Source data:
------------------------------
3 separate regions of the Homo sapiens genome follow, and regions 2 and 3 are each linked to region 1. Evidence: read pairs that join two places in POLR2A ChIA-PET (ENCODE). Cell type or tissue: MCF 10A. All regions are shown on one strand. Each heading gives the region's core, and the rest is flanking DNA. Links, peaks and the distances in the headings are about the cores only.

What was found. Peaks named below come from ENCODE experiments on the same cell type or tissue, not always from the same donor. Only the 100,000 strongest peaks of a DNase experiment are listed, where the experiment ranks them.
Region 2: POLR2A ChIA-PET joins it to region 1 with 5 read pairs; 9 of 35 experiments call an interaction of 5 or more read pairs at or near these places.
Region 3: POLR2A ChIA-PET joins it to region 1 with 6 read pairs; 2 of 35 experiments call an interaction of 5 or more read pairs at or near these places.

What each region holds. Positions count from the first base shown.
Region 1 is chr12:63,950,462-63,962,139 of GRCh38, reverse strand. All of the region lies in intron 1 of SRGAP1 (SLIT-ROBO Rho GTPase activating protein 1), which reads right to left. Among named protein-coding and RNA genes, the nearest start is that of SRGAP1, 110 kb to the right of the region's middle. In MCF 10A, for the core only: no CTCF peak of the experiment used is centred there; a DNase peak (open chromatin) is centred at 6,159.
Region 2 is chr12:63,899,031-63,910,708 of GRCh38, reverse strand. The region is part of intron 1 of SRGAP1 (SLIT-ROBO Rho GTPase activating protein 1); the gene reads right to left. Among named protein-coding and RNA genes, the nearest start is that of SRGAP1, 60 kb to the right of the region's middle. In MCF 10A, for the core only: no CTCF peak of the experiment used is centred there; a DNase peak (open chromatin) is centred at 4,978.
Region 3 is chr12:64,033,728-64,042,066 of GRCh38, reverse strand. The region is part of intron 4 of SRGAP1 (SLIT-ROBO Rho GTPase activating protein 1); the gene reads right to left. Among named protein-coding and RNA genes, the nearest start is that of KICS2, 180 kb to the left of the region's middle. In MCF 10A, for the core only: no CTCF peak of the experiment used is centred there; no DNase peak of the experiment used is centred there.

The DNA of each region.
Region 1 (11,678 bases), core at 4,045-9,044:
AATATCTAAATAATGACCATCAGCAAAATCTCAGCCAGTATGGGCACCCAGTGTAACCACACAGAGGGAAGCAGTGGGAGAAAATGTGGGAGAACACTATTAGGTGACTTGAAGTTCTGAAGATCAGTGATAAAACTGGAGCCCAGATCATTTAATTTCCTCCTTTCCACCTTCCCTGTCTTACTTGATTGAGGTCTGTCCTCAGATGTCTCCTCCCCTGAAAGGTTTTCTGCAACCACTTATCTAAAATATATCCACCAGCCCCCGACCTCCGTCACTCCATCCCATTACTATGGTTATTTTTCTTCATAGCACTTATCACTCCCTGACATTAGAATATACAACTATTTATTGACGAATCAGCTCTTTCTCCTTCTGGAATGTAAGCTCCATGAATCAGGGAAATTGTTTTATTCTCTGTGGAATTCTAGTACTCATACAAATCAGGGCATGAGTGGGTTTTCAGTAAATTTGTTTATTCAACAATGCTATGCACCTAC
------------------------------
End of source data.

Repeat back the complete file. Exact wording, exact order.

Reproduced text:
3 separate regions of the Homo sapiens genome follow, and regions 2 and 3 are each linked to region 1. Evidence: read pairs that join two places in POLR2A ChIA-PET (ENCODE). Cell type or tissue: MCF 10A. All regions are shown on one strand. Each heading gives the region's core, and the rest is flanking DNA. Links, peaks and the distances in the headings are about the cores only.

What was found. Peaks named below come from ENCODE experiments on the same cell type or tissue, not always from the same donor. Only the 100,000 strongest peaks of a DNase experiment are listed, where the experiment ranks them.
Region 2: POLR2A ChIA-PET joins it to region 1 with 5 read pairs; 9 of 35 experiments call an interaction of 5 or more read pairs at or near these places.
Region 3: POLR2A ChIA-PET joins it to region 1 with 6 read pairs; 2 of 35 experiments call an interaction of 5 or more read pairs at or near these places.

What each region holds. Positions count from the first base shown.
Region 1 is chr12:63,950,462-63,962,139 of GRCh38, reverse strand. All of the region lies in intron 1 of SRGAP1 (SLIT-ROBO Rho GTPase activating protein 1), which reads right to left. Among named protein-coding and RNA genes, the nearest start is that of SRGAP1, 110 kb to the right of the region's middle. In MCF 10A, for the core only: no CTCF peak of the experiment used is centred there; a DNase peak (open chromatin) is centred at 6,159.
Region 2 is chr12:63,899,031-63,910,708 of GRCh38, reverse strand. The region is part of intron 1 of SRGAP1 (SLIT-ROBO Rho GTPase activating protein 1); the gene reads right to left. Among named protein-coding and RNA genes, the nearest start is that of SRGAP1, 60 kb to the right of the region's middle. In MCF 10A, for the core only: no CTCF peak of the experiment used is centred there; a DNase peak (open chromatin) is centred at 4,978.
Region 3 is chr12:64,033,728-64,042,066 of GRCh38, reverse strand. The region is part of intron 4 of SRGAP1 (SLIT-ROBO Rho GTPase activating protein 1); the gene reads right to left. Among named protein-coding and RNA genes, the nearest start is that of KICS2, 180 kb to the left of the region's middle. In MCF 10A, for the core only: no CTCF peak of the experiment used is centred there; no DNase peak of the experiment used is centred there.

The DNA of each region.
Region 1 (11,678 bases), core at 4,045-9,044:
AATATCTAAATAATGACCATCAGCAAAATCTCAGCCAGTATGGGCACCCAGTGTAACCACACAGAGGGAAGCAGTGGGAGAAAATGTGGGAGAACACTATTAGGTGACTTGAAGTTCTGAAGATCAGTGATAAAACTGGAGCCCAGATCATTTAATTTCCTCCTTTCCACCTTCCCTGTCTTACTTGATTGAGGTCTGTCCTCAGATGTCTCCTCCCCTGAAAGGTTTTCTGCAACCACTTATCTAAAATATATCCACCAGCCCCCGACCTCCGTCACTCCATCCCATTACTATGGTTATTTTTCTTCATAGCACTTATCACTCCCTGACATTAGAATATACAACTATTTATTGACGAATCAGCTCTTTCTCCTTCTGGAATGTAAGCTCCATGAATCAGGGAAATTGTTTTATTCTCTGTGGAATTCTAGTACTCATACAAATCAGGGCATGAGTGGGTTTTCAGTAAATTTGTTTATTCAACAATGCTATGCACCTAC